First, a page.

12 days of Christmas – Day Three and Four – Dueling Lanyards
Over the years we have utilized and seen darn near every single way to carry one’s tools of the trade for attaching terminal tackle. What is really comes down to is that everyone has a different idea of what they need and how they want to access it. Are you wade fishing or are you in a drift boat? Do you wear a vest or just carry a small fly box and your rod? In the end, for a day of fishing, anglers need to carry hemostats, nippers, floatant and tippet plus flies, split shot and maybe an extra leader. The question is simple, how do you want to carry your gear? The vest is still a viable option, but we don’t really see too many anglers still rocking the vest. Most anglers complain that the vest is too heavy and allows one to bring too much gear. The next solution is to some kind of fishing pack, sling pack or messenger style fishing bag. But what about your hemos, nippers, floatant and tippet? For years most of attached the hemos and nippers to our shirts and rolled with it; however, I personally lost at least one set each summer while jumping in or out of the boat.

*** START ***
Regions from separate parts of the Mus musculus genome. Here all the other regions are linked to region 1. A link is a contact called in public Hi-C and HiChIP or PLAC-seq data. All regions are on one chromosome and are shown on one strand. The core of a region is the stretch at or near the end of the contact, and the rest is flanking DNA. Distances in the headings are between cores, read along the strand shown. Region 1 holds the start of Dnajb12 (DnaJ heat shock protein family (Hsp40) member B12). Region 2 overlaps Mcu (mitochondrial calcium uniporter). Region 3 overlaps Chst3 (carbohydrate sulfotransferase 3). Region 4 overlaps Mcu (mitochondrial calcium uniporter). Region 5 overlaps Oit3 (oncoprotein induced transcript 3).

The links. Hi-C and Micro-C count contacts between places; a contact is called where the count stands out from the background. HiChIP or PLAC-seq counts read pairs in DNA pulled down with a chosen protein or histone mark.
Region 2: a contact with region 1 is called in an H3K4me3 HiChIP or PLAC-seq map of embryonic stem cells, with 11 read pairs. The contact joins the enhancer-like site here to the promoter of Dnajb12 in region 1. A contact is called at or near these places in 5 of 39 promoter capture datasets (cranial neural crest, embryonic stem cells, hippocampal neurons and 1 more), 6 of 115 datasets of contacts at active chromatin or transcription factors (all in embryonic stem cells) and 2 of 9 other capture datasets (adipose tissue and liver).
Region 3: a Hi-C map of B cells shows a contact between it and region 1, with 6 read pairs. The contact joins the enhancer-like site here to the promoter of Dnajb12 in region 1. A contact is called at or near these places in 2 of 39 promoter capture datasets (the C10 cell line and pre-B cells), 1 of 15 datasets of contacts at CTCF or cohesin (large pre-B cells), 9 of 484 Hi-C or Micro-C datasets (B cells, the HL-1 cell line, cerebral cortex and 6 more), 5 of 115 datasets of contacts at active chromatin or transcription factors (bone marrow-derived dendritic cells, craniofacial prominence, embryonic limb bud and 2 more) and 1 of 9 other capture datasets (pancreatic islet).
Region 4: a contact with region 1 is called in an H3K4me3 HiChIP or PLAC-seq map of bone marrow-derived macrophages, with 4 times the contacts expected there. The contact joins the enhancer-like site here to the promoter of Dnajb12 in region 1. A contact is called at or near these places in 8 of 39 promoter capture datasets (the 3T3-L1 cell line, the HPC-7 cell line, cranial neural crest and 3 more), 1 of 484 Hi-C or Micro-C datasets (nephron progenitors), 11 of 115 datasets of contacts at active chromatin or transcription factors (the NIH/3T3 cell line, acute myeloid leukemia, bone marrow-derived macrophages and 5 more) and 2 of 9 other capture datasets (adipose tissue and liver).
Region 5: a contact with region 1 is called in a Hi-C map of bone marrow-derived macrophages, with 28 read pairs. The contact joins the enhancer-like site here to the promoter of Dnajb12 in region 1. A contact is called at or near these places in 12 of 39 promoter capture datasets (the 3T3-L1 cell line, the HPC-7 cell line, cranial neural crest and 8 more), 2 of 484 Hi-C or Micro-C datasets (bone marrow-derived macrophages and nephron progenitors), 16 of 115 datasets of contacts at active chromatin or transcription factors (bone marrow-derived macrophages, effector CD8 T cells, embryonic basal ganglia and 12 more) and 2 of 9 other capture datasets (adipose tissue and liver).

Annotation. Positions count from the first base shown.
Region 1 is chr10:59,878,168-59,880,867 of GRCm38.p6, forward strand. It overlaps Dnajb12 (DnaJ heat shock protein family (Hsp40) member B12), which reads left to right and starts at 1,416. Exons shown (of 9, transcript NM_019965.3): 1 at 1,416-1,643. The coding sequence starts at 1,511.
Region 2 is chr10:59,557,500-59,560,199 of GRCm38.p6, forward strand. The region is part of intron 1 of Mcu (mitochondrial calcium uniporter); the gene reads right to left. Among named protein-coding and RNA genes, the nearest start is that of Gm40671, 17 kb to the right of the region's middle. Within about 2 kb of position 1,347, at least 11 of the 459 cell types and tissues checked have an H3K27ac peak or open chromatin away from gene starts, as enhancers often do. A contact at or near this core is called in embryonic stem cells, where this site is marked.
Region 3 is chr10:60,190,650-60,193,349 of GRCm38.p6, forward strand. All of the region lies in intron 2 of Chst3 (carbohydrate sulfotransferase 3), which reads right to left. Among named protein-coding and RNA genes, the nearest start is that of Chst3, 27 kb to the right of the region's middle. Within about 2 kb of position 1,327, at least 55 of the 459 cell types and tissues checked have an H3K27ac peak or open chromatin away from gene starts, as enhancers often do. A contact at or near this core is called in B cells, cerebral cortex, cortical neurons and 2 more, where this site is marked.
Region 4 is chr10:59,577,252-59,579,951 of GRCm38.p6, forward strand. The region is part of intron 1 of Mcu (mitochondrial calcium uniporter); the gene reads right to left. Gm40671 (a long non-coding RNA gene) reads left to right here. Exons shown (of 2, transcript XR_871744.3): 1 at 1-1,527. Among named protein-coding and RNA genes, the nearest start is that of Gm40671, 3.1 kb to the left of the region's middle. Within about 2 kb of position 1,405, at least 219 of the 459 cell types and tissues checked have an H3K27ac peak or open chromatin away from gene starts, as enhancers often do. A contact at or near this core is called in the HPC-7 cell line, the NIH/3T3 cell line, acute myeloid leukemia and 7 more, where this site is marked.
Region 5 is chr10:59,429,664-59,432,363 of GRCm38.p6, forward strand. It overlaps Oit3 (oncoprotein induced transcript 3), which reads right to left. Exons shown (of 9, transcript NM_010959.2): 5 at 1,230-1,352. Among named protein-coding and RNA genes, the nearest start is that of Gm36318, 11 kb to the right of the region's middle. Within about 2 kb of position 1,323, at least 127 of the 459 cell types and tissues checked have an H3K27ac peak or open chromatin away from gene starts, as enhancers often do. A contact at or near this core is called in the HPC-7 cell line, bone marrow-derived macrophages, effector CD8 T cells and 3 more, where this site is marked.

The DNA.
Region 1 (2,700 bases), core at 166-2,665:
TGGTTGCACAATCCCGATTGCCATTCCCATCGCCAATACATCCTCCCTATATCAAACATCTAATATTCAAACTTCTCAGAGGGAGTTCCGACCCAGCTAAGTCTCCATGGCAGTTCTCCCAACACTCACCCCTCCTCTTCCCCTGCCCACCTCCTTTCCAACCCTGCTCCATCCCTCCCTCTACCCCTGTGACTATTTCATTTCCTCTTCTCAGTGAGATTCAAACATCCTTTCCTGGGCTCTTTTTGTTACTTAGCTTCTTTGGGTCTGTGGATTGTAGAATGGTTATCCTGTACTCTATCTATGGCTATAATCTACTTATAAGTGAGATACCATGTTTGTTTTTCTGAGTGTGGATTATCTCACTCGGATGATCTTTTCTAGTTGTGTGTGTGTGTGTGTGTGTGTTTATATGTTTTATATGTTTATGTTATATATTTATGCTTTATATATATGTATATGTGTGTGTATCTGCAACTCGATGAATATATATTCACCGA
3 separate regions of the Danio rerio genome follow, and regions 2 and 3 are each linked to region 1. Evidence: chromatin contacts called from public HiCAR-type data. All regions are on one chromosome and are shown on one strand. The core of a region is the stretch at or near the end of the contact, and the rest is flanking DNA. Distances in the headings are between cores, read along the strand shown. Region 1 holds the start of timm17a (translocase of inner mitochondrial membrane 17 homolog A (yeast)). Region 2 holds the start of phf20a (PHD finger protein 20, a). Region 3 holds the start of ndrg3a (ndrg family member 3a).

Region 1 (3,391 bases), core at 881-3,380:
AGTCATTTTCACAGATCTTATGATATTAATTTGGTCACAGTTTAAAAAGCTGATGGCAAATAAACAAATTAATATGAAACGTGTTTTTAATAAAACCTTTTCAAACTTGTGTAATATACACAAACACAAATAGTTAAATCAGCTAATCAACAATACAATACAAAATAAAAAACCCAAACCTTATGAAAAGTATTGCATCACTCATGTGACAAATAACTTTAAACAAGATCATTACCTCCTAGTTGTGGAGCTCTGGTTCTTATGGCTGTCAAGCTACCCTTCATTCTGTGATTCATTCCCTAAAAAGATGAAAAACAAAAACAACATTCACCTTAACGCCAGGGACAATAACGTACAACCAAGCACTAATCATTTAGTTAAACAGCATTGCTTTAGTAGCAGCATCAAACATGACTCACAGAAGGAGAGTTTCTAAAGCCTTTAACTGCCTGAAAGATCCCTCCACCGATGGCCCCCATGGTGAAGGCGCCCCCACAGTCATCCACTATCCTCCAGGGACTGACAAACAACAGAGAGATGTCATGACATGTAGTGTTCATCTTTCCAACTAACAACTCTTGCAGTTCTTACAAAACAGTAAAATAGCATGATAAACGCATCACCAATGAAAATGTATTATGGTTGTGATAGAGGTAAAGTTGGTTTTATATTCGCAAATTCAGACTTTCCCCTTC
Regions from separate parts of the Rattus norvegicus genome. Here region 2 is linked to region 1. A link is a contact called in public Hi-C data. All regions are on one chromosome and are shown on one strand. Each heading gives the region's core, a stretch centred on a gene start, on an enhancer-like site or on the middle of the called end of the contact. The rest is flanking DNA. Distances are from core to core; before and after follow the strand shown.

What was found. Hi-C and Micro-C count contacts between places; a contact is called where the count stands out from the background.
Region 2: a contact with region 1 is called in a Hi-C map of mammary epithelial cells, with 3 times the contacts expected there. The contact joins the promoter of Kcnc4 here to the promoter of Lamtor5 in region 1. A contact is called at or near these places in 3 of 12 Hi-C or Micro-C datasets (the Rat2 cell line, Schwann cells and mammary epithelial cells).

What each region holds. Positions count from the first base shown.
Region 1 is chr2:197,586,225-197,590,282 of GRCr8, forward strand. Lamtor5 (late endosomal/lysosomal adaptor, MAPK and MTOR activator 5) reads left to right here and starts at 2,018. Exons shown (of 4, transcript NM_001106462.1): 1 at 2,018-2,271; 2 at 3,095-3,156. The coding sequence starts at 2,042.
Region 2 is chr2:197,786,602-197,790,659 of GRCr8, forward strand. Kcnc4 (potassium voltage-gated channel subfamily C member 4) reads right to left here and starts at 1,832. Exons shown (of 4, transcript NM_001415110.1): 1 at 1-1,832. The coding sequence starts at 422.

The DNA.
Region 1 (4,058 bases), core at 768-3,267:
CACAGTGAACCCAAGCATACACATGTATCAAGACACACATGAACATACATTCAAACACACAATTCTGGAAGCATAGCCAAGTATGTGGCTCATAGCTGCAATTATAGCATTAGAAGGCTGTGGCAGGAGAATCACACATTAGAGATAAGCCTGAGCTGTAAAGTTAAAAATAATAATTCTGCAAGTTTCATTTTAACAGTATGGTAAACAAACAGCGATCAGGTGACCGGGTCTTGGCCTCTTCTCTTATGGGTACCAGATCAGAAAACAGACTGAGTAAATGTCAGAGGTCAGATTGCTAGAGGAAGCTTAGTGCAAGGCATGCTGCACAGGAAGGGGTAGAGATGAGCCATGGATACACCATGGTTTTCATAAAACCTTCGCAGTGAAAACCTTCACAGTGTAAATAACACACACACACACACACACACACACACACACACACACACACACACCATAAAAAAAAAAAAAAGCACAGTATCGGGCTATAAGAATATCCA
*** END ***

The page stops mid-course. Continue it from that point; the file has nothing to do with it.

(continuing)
Enter the lanyard.
Most fishing guides spend a majority of their time in a drift boat or raft and carry boat bags for all their flies and tackle. I like to have a minimal amount of accessories hanging from my neck and the BSA Select Guide Lanyard (above) allows for just that. This is a simple way to carry exactly what you need for pinching barbs, removing flies from fish and for cutting tippet material. Heck…we’ve opened beers and pulled porcupine quills from bird dogs with the hemos and even used the parachute cord for a boot lace in a pinch. When we jump out of the boat on wade fishing trips this lanyard is perfect as well. If need be, for quick access to tippet, simply un-loop the hemostats and nippers and then slide a few spools of tippet on to the parachute cord. Floatant and a small box of flies can go in your back pocket. Whenever we are down south in Patagonia running hosted trips or guiding, we always give this set up to our guide buddies upon departure. They have hard time buying these in remote Patagonia and it adds instant fish karma to any trip.
The other side of the coin is the BSA Select Loaded Lanyard, pictured above. These are generally decorated with beads and carry all the essentials: tippet, hemos, floatant, nippers, fly patch, foam beads for drying flies and a small clip to keep it tight to one’s body when bending down to land a fish. I know a few guides who run this system when guiding on foot as it keeps everything close at hand. The only down side to the Loaded Lanyard is that you run the risk of Miles making fun of you if you forget to take it off before you go into Wild West for apres-guiding cocktails.
Check them both out in our on line fly shop as these make great gifts for the angler in your family.